Top 10 legendary walks in Wales

Get ready to walk in the footsteps of legends. We're not short of legends in Wales - from fire-breathing mythological dragons to living-breathing heroes and heroines of history. Explore our rich Welsh heritage on foot with one of our walking trails and celebrate Wales's Year of Legends with us.

Gelert's stone monument in Beddgelert

Beddgelert, Snowdonia 

Discover the tragic tale of the 13th-century Prince Llywelyn and his faithful hound Gelert that gave the village of Beddgelert (Gelert's grave) its name. This walk leads you along an even path from the village centre, along the banks of the River Glaslyn to the site of Gelert's grave. This walk became popular with early travel writers such as Thomas Pennant and artists such as JMW Turner.

Llyn Idwal, with Y Garn capped with snow
Walking trail

Cwm Idwal, Snowdonia 

Discover Cwm Idwal’s past, the tale of a 12th century prince and his son, and the legend of a giant called 'Idwal' that occupied the land. Take a walk through some of the most dramatic mountainous scenery in the UK at the oldest National Nature Reserve in Wales. On your way back down, don't forget to take in the beautiful view of Llyn Ogwen, nestled under the dramatic Tryfan, which claims to be the watery resting place of King Arthur's sword.

Llyn Cwm Llwch at dawn in winter, Brecon Beacons, Powys
Walking trail

Cwm Llwch, Brecon Beacons 

Tucked beneath the highest peaks of the Brecon Beacons in South Wales, the sparkling waters of Llyn Cwm Llwch have captured the imaginations of many down the years. Uncover the story of an invisible enchanted island - inhabited by fairies, as well as the tragic tale of Tommy Jones, little boy lost in the Brecon Beacons. This hike is the hard way to the summit of southern Britain's highest mountain, Pen y Fan.

Battle of the white and red dragon

Dinas Emrys, Snowdonia 

Beware! Here there be dragons! Discover the story of Dinas Emrys, the lofty mountain home of the dragon you see fluttering on Welsh flags. Walk to the summit for glorious views of countryside dotted with Welsh black cattle and tumbling waterfalls. Remember to tread carefully. You don't want to wake the dragon.

Dinas Oleu in Barmouth, Gwynedd
Walking trail

Dinas Oleu, Barmouth 

Explore the first area of land ever donated to the National Trust in 1895 by Mrs Fanny Talbot. The walk takes you from Barmouth town centre through the steep narrow winding streets of the Old Town and up to the top of the gorse-covered hill, known as Dinas Oleu (Citadel of Light). As you make your way upwards, dramatic views over the Mawddach Estuary and Cardigan Bay - stretching towards the Llyn Peninsula - unfold.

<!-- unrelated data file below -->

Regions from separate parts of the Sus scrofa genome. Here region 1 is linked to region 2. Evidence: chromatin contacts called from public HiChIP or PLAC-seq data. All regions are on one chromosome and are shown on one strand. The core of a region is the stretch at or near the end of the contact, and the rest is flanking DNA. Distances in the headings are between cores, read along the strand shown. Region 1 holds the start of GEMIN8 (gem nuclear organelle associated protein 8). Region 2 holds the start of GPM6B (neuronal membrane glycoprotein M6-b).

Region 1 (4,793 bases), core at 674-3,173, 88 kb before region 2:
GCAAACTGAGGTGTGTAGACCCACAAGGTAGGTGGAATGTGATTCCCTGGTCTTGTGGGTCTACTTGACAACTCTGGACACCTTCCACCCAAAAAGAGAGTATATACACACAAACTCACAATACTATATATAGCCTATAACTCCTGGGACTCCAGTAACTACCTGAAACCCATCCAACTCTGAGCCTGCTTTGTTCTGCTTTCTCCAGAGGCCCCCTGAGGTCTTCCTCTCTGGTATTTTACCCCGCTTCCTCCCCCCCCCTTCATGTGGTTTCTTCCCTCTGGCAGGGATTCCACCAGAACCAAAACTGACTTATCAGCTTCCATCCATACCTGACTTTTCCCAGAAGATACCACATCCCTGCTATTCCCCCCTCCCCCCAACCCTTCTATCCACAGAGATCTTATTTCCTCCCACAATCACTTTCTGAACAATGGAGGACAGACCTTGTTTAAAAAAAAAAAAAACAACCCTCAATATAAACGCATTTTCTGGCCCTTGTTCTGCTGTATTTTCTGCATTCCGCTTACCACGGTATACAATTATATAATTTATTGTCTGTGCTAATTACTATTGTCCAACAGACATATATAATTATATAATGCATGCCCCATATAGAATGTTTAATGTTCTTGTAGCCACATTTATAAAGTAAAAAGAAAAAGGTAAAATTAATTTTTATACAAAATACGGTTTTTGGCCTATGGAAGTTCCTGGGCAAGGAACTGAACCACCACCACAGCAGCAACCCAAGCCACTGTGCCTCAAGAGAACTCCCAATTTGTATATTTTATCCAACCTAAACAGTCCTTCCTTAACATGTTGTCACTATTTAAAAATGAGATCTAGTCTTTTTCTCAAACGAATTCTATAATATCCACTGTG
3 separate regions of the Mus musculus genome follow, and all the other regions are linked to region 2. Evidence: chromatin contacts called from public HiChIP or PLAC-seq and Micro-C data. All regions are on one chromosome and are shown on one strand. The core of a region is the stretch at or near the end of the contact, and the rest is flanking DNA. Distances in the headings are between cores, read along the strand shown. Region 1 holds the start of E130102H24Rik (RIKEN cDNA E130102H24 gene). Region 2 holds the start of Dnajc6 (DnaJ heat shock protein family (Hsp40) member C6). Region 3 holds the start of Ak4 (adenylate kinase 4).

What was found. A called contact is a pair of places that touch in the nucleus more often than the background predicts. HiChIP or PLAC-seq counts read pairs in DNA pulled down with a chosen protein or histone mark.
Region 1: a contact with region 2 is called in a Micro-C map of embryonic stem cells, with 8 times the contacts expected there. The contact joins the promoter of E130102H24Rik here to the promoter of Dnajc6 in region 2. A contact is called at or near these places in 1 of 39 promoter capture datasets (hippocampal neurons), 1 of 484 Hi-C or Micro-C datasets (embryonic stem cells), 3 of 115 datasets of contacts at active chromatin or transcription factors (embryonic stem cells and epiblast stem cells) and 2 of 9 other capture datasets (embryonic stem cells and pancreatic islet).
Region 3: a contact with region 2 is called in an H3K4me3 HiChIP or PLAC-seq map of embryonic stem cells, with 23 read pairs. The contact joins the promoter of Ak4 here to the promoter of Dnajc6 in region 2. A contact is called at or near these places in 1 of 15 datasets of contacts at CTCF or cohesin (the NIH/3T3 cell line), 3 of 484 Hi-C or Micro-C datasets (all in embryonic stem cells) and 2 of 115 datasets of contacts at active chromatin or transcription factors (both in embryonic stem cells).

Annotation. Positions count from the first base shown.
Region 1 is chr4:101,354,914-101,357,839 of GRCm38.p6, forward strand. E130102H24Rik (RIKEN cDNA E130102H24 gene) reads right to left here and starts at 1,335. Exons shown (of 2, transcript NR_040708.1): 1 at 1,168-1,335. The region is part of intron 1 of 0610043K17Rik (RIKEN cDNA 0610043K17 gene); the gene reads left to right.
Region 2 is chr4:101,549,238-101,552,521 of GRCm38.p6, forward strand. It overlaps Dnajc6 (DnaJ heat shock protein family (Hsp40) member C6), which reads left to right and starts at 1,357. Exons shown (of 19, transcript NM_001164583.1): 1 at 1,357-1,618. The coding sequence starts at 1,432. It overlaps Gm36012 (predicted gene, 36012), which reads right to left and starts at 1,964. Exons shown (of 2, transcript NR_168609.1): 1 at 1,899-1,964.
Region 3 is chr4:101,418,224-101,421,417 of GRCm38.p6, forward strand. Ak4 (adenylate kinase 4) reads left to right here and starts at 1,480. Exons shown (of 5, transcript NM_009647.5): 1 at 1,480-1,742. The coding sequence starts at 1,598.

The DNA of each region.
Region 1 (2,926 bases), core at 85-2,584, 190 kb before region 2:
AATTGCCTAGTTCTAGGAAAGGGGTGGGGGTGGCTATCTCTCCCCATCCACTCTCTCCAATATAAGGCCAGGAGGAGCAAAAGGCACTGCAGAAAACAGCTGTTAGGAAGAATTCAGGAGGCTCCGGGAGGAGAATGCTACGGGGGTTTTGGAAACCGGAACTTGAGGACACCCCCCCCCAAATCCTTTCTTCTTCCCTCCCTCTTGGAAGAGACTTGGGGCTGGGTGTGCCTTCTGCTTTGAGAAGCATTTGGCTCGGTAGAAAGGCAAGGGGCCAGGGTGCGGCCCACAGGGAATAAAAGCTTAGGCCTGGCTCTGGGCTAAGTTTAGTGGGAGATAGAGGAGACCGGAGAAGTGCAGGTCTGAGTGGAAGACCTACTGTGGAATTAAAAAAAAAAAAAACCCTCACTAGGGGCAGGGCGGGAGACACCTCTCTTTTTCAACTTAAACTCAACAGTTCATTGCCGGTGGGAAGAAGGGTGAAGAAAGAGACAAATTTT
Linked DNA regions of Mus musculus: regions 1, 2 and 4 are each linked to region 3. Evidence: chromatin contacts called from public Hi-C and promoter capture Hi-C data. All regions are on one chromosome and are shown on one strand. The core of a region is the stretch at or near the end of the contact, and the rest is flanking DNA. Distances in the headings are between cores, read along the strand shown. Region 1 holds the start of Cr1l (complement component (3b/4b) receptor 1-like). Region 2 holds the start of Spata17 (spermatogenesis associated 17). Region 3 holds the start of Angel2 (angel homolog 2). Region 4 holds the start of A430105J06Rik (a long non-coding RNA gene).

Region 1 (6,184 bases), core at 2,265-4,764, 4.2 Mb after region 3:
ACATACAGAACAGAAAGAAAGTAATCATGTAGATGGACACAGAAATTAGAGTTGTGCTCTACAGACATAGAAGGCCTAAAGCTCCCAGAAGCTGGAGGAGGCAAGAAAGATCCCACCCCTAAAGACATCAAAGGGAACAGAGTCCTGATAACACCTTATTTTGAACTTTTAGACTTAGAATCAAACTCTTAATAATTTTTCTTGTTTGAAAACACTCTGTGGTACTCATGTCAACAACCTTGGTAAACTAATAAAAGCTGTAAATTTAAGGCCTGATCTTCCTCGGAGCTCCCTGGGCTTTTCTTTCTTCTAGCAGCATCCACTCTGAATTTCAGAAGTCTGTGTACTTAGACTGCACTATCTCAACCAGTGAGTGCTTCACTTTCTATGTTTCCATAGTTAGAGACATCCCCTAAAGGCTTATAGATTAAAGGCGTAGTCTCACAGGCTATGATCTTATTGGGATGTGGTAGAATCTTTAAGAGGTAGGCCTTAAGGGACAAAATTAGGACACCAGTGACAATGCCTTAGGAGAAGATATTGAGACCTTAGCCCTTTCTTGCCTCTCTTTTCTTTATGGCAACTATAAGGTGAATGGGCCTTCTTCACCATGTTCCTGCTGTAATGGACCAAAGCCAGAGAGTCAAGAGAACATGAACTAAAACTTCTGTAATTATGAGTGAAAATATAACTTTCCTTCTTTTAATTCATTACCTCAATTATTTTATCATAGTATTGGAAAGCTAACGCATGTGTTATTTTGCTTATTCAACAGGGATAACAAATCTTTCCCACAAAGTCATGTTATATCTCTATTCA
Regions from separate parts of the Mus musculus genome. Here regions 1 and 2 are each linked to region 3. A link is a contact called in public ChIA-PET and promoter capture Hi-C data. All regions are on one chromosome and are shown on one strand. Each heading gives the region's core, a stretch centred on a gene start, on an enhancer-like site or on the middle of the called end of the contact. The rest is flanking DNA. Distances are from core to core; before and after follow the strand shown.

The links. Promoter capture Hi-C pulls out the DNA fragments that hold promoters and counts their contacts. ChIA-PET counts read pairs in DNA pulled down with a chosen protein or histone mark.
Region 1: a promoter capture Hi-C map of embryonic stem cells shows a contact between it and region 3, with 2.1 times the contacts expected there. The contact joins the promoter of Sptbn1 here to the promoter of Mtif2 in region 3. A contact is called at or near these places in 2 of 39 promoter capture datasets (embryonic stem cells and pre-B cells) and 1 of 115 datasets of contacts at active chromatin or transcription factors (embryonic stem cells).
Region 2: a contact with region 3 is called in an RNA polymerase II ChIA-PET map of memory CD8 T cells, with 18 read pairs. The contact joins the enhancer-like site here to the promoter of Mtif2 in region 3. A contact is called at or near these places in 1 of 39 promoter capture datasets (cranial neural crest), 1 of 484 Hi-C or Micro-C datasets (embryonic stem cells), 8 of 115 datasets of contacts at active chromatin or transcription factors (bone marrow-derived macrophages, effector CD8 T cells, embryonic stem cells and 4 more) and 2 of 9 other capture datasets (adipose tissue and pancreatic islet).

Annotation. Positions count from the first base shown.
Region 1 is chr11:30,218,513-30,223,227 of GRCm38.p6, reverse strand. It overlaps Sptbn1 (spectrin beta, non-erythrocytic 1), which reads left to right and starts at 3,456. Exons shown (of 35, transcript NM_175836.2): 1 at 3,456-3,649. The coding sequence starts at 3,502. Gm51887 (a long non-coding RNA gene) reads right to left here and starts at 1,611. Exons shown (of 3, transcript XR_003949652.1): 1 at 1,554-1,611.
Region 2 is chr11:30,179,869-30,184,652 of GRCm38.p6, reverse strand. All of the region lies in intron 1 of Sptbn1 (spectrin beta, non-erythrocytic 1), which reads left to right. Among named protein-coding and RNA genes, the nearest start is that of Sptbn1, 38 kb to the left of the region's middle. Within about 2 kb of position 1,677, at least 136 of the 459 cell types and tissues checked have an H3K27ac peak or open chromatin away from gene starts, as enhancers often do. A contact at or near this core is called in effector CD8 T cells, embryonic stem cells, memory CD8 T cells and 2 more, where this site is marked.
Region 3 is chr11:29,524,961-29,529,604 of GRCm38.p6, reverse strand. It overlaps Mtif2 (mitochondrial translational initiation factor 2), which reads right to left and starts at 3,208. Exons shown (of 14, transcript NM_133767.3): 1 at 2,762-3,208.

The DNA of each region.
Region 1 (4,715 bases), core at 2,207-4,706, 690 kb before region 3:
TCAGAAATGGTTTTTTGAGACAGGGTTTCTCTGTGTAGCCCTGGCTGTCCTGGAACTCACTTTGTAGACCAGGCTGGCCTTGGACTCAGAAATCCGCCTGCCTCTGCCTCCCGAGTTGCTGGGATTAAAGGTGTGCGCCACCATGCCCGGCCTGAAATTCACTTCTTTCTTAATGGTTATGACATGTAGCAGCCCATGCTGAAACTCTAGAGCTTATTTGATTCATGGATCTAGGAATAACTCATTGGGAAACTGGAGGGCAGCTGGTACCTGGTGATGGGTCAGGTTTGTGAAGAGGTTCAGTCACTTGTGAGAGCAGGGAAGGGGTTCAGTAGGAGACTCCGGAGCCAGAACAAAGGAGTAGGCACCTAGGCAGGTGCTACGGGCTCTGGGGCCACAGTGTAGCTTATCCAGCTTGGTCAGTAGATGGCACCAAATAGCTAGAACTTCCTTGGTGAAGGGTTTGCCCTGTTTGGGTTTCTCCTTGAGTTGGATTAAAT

White Park cow stands in front of Dinefwr castle
Walking trail

Dinefwr, Carmarthenshire 

The rare White Park cattle at Dinefwr are a a living link to our very distant past with records of them dating back to the year 920 when they were referenced in the laws of Hywel Dda (Hywel the Good), who codified the laws of Wales. This 3-mile walk takes in some of the estate’s great wildlife-spotting places, the mythical lake of reflections, as well as the remains of Dinefwr Castle, the capital of Deheubarth under Lord Rhys, now cared for by Cadw.

Looking out from the cave behind Henrhyd Falls, Powys, Wales.
Walking trail

Henrhyd Falls, Brecon Beacons 

Wales is home to many rare bat habitats but none rarer or more famous than the home of Batman himself. When Hollywood blockbuster The Dark Knight Rises hit cinema screens the Caped Crusader’s legendary lair would have looked very familiar to many in Wales. That’s because Henrhyd Falls in the Brecon Beacons (South Wales’s tallest waterfall at 90 feet), doubled as the Bat Cave in the big-budget film starring Christian Bale.

A view of the Skirrid
Walking trail

Skirrid, Monmouthshire 

Ysgyryd Fawr, the Skirrid, is also known as the Holy Mountain or the Sacred Hill. Ysgyryd is a word describing the hill's shape, meaning something that has shivered or been shattered. According to legend, part of the mountain is said to have been broken off at the moment of the crucifixion of Jesus. This energetic walk takes you through woodland and out onto open mountainside, before a steep climb to the summit which offers splendid views of the surrounding countryside.

Coastal view towards Carn Llidi on St David's Head, from Pen Beri rock
Walking trail

St David's Head, Pembrokeshire 

Explore Pembrokeshire’s most spectacular coastal headland just a few miles away from Wales’ smallest city, St David’s. A colourful coastline with heaps of history, this pretty peninsula’s been a cultural hotspot for thousands of years. Discover the area’s ancestry, from Celtic life to Wales’ patron saint.

View of Worms Head, Rhossili
Walking trail

Worm's Head, Gower 

The name 'Worm's Head' comes from the Nordic word 'Wurm' which means serpent or dragon. 'Tame the dragon' by walking there. The Worm's Head is a tidal island with access possible for approximately two half hours either side of low tide. The coastguard lookout has tide tables available and will offer advice as to the best time to cross. Be careful, you don't want to get stuck on a dragon's head! Take in the beautiful views of Rhossili Bay, one of the best beaches in the world, as you go.